I am learning about radicals and their use in forming an individual Kanji character, but I am wondering if more than one radical can be used in developing one. Thank you.
Strictly speaking, each kanji belongs to only one radical. According to Wikipedia (emphasis mine):
A Chinese radical (Chinese: 部首; pinyin: bùshǒu; literally: "section header") is a graphical component of a Chinese character under which the character is traditionally listed in a Chinese dictionary. This component is often a semantic indicator (that is, an indicator of the meaning of the character), though in some cases the original semantic connection has become obscure, owing to changes in character meaning over time. In other cases, the radical may be a phonetic component or even an artificially extracted portion of the character.
For example, the radical of 男 is 田, not 力. The radical of 音 is 音, not 立 nor 日. The radical of 嬲 is 女, not 男 nor 田 nor 力. Confused? Don't worry, I'm also confused. And that's why, in higher levels of kanji-kentei, there are questions which ask you to point out the correct radical of a kanji.
However, ordinary people may use 部首 somewhat loosely, and it may refer to any recognizable component of a kanji. Modern IMEs have a 部首検索 ("search by radical") function, and you can usually use whichever component you may recognize.
Knowing 部首 is definitely worthwhile to a certain degree, but don't be too much bothered by difficult and tricky ones :)
Yes. When there is more than one radical, you first need to identify the primary radical. The convention is for the primary radical to be determined by its placement: (1) top, (2) left, (3) bottom, (4) right.
"Grass" (kangxi #140) on top. "Tree" (kangxi #75) on bottom. So, two radicals, but you use the grass radical to look it up in a dictionary.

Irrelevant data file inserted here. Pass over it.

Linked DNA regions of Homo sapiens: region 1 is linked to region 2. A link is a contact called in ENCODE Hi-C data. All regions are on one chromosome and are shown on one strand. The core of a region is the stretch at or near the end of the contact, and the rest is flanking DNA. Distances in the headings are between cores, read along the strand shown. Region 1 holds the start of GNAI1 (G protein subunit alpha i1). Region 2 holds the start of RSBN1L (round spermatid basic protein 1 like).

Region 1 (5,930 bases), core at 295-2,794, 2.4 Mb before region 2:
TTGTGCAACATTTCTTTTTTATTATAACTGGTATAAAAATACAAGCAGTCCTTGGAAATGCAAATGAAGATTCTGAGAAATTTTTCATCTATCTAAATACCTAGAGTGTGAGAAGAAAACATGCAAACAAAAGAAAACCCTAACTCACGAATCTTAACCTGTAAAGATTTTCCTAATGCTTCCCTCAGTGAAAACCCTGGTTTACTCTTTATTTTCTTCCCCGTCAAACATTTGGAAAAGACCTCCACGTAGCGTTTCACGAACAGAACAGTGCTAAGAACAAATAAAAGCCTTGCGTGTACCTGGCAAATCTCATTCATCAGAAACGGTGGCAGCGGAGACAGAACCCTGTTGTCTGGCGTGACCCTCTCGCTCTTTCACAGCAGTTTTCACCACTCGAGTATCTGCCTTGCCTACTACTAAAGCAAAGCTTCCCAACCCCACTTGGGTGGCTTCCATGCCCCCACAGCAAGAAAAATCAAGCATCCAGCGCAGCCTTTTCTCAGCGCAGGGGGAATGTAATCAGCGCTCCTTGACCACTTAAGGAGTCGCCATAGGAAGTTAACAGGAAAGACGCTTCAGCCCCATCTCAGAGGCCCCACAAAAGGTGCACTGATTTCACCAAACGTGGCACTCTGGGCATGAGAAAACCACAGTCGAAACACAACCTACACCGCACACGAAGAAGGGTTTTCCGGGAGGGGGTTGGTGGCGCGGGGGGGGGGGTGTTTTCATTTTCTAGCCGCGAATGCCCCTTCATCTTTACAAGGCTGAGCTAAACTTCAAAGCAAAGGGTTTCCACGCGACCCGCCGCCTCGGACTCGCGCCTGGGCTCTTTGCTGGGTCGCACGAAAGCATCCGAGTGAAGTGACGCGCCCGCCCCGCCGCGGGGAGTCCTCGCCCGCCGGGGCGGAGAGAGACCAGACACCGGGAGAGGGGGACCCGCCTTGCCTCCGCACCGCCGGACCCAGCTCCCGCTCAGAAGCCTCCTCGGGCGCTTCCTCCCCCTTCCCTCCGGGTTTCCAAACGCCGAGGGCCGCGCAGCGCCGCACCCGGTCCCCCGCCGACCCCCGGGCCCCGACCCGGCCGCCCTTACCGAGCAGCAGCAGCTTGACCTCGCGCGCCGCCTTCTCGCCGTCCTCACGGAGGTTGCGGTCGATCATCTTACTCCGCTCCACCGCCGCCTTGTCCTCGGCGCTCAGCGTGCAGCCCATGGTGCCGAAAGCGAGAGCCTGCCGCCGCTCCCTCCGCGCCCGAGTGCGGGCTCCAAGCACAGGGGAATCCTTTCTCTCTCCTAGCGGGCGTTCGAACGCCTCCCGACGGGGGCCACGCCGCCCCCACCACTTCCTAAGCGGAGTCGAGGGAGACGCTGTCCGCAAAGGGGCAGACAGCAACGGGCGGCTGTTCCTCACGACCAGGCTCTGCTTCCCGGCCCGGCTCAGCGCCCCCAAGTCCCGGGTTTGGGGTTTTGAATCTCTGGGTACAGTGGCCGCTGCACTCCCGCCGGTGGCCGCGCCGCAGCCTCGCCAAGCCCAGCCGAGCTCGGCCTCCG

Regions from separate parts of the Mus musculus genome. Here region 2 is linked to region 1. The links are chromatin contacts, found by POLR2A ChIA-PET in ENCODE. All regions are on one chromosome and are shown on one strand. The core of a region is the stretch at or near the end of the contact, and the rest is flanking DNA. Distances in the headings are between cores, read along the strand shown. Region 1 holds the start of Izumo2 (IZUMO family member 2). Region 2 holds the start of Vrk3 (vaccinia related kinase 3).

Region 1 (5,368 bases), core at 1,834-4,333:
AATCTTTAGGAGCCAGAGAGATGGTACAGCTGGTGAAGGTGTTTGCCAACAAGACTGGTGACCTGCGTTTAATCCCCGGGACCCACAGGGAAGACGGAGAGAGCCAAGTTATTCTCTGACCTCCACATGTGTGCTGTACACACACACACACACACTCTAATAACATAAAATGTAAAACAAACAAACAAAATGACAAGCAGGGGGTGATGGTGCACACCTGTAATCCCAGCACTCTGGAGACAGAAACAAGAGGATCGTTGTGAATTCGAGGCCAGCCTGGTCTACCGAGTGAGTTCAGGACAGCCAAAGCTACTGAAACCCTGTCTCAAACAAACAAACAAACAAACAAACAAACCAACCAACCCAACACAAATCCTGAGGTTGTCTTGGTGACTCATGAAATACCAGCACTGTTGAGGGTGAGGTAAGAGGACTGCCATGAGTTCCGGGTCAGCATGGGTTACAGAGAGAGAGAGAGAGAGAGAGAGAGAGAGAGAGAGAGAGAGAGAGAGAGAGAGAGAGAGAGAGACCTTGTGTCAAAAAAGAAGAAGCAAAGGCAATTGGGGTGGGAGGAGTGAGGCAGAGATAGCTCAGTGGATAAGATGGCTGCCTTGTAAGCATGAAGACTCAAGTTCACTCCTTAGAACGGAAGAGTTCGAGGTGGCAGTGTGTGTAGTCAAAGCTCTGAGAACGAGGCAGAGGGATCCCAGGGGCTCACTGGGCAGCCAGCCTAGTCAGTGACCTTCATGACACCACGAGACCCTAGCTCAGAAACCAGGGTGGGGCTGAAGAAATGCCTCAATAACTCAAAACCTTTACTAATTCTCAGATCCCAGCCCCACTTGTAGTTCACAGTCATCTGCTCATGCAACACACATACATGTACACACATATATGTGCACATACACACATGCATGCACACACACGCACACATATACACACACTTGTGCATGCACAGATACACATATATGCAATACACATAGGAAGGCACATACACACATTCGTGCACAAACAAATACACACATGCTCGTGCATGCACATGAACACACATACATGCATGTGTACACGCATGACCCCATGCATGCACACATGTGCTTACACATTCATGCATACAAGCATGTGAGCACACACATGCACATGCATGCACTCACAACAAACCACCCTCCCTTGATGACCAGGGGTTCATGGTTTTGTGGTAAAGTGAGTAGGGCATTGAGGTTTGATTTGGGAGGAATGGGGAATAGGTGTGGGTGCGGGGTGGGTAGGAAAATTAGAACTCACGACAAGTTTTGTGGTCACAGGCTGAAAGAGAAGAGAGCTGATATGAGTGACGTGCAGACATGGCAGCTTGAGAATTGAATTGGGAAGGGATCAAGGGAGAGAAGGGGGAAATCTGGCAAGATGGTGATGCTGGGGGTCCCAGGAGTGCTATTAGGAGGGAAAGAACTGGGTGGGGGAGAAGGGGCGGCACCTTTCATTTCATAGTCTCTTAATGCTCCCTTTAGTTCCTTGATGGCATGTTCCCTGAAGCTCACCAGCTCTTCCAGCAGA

"Female" (kangxi #38) on left. "Child" (kangxi #39) on right. So, "female" is reference radical, but there still are two radicals.
"Grass" (kangxi #140) radical on top. "Water" (kangxi #85) radical to left. Kangxi #41 ("thumb / inch") radical on bottom. So, the top radical is most important. The reference radical is "grass".
Organizing kanji is already difficult enough. Making a kanji such as 薄 referenceable by all 3 radicals would just be untenable. The (top / left / bottom / right) convention solves that problem. Of course, there are exceptions to the convention such as kangxi #163. Don't ever give-up until you look under kangxi #1.
Also, the number of strokes in a radical enhances its precedence... yes. it can be very frustrating using kanji dictionaries such as Nelson. People these days just use handwriting recognition. For example, one dark day I was brought to tears looking for "音". I kept referencing by the smaller radicals I saw. But in fact the whole kanji is a radical by itself. You've got my respect for using dictionaries instead of handwriting recognition!
I just came across a perfect example of how radicals can drive you crazy:
The more complex radical (9 strokes) that is in the top position, 音, is somehow not the reference radical. Rather, it is the simpler radical on bottom, 心. You gotta love it.
There are multiple types of radicals. The traditional radical is the or Japanese bushu, Chinese Kangxi, both written in kanji as 部首.
With the advent of the computer a different kind of Kanji dictionary came into existence. I think this multi-radical method was developed by Jim Rose of KanjiCafe. This dictionary allows you to select all the "radical" sub-kanji that compose the Kanji.
My old Canon Word-tank denshi jiso uses the bushu radical lookup method.
Most of the online western kanji dictionaries use multi-radical dictionary lookup. For example, see the dictionary on Jim Breen's site or Denshi Jiso. I've been using Jim Breen's site for years and I think it was the first on-line multi-radical dictionary. The radical look-up files it uses and distributes are credited to Jim Rose.